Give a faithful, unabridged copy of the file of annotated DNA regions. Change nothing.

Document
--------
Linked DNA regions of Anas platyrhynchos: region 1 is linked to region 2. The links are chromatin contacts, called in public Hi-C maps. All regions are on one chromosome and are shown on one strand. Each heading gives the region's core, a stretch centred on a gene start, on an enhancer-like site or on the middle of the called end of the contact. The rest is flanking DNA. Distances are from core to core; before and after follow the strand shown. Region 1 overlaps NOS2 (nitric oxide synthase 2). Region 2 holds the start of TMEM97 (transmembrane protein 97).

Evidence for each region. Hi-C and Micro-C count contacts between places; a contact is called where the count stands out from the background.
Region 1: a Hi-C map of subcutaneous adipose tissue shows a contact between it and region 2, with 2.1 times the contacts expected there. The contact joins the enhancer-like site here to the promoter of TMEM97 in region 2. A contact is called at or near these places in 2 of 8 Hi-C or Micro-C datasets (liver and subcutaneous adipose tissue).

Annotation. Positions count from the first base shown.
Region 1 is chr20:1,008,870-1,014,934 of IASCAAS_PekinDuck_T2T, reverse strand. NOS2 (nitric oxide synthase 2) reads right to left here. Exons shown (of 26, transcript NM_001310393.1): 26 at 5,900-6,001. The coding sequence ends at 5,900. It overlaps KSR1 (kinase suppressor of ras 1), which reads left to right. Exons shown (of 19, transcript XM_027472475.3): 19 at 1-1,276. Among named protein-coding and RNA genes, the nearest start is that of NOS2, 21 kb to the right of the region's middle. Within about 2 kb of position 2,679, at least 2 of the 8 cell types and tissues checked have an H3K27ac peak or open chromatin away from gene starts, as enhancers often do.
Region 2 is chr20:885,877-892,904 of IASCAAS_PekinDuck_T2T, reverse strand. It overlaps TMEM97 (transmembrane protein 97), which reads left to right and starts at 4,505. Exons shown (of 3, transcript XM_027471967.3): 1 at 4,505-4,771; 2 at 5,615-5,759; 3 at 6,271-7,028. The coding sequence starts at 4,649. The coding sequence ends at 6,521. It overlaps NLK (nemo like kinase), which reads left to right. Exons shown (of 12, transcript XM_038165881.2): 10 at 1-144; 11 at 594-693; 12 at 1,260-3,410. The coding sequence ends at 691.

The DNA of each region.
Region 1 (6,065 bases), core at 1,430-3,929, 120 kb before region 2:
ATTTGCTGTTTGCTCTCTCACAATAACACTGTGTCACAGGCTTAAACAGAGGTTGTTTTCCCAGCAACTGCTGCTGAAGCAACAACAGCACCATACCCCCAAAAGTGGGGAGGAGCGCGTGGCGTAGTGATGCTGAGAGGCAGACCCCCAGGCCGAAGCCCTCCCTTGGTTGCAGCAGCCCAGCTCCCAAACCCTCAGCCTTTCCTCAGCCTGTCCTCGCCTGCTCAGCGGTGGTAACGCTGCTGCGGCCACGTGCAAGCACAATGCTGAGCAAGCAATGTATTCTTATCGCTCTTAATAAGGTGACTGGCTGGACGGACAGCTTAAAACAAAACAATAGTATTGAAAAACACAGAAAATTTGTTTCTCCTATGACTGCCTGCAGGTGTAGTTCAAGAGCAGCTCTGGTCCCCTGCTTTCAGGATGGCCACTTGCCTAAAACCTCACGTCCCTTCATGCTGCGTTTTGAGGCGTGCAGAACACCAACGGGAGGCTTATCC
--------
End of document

Linked DNA regions of Anas platyrhynchos: region 1 is linked to region 2. The links are chromatin contacts, called in public Hi-C maps. All regions are on one chromosome and are shown on one strand. Each heading gives the region's core, a stretch centred on a gene start, on an enhancer-like site or on the middle of the called end of the contact. The rest is flanking DNA. Distances are from core to core; before and after follow the strand shown. Region 1 overlaps NOS2 (nitric oxide synthase 2). Region 2 holds the start of TMEM97 (transmembrane protein 97).

Evidence for each region. Hi-C and Micro-C count contacts between places; a contact is called where the count stands out from the background.
Region 1: a Hi-C map of subcutaneous adipose tissue shows a contact between it and region 2, with 2.1 times the contacts expected there. The contact joins the enhancer-like site here to the promoter of TMEM97 in region 2. A contact is called at or near these places in 2 of 8 Hi-C or Micro-C datasets (liver and subcutaneous adipose tissue).

Annotation. Positions count from the first base shown.
Region 1 is chr20:1,008,870-1,014,934 of IASCAAS_PekinDuck_T2T, reverse strand. NOS2 (nitric oxide synthase 2) reads right to left here. Exons shown (of 26, transcript NM_001310393.1): 26 at 5,900-6,001. The coding sequence ends at 5,900. It overlaps KSR1 (kinase suppressor of ras 1), which reads left to right. Exons shown (of 19, transcript XM_027472475.3): 19 at 1-1,276. Among named protein-coding and RNA genes, the nearest start is that of NOS2, 21 kb to the right of the region's middle. Within about 2 kb of position 2,679, at least 2 of the 8 cell types and tissues checked have an H3K27ac peak or open chromatin away from gene starts, as enhancers often do.
Region 2 is chr20:885,877-892,904 of IASCAAS_PekinDuck_T2T, reverse strand. It overlaps TMEM97 (transmembrane protein 97), which reads left to right and starts at 4,505. Exons shown (of 3, transcript XM_027471967.3): 1 at 4,505-4,771; 2 at 5,615-5,759; 3 at 6,271-7,028. The coding sequence starts at 4,649. The coding sequence ends at 6,521. It overlaps NLK (nemo like kinase), which reads left to right. Exons shown (of 12, transcript XM_038165881.2): 10 at 1-144; 11 at 594-693; 12 at 1,260-3,410. The coding sequence ends at 691.

The DNA of each region.
Region 1 (6,065 bases), core at 1,430-3,929, 120 kb before region 2:
ATTTGCTGTTTGCTCTCTCACAATAACACTGTGTCACAGGCTTAAACAGAGGTTGTTTTCCCAGCAACTGCTGCTGAAGCAACAACAGCACCATACCCCCAAAAGTGGGGAGGAGCGCGTGGCGTAGTGATGCTGAGAGGCAGACCCCCAGGCCGAAGCCCTCCCTTGGTTGCAGCAGCCCAGCTCCCAAACCCTCAGCCTTTCCTCAGCCTGTCCTCGCCTGCTCAGCGGTGGTAACGCTGCTGCGGCCACGTGCAAGCACAATGCTGAGCAAGCAATGTATTCTTATCGCTCTTAATAAGGTGACTGGCTGGACGGACAGCTTAAAACAAAACAATAGTATTGAAAAACACAGAAAATTTGTTTCTCCTATGACTGCCTGCAGGTGTAGTTCAAGAGCAGCTCTGGTCCCCTGCTTTCAGGATGGCCACTTGCCTAAAACCTCACGTCCCTTCATGCTGCGTTTTGAGGCGTGCAGAACACCAACGGGAGGCTTATCC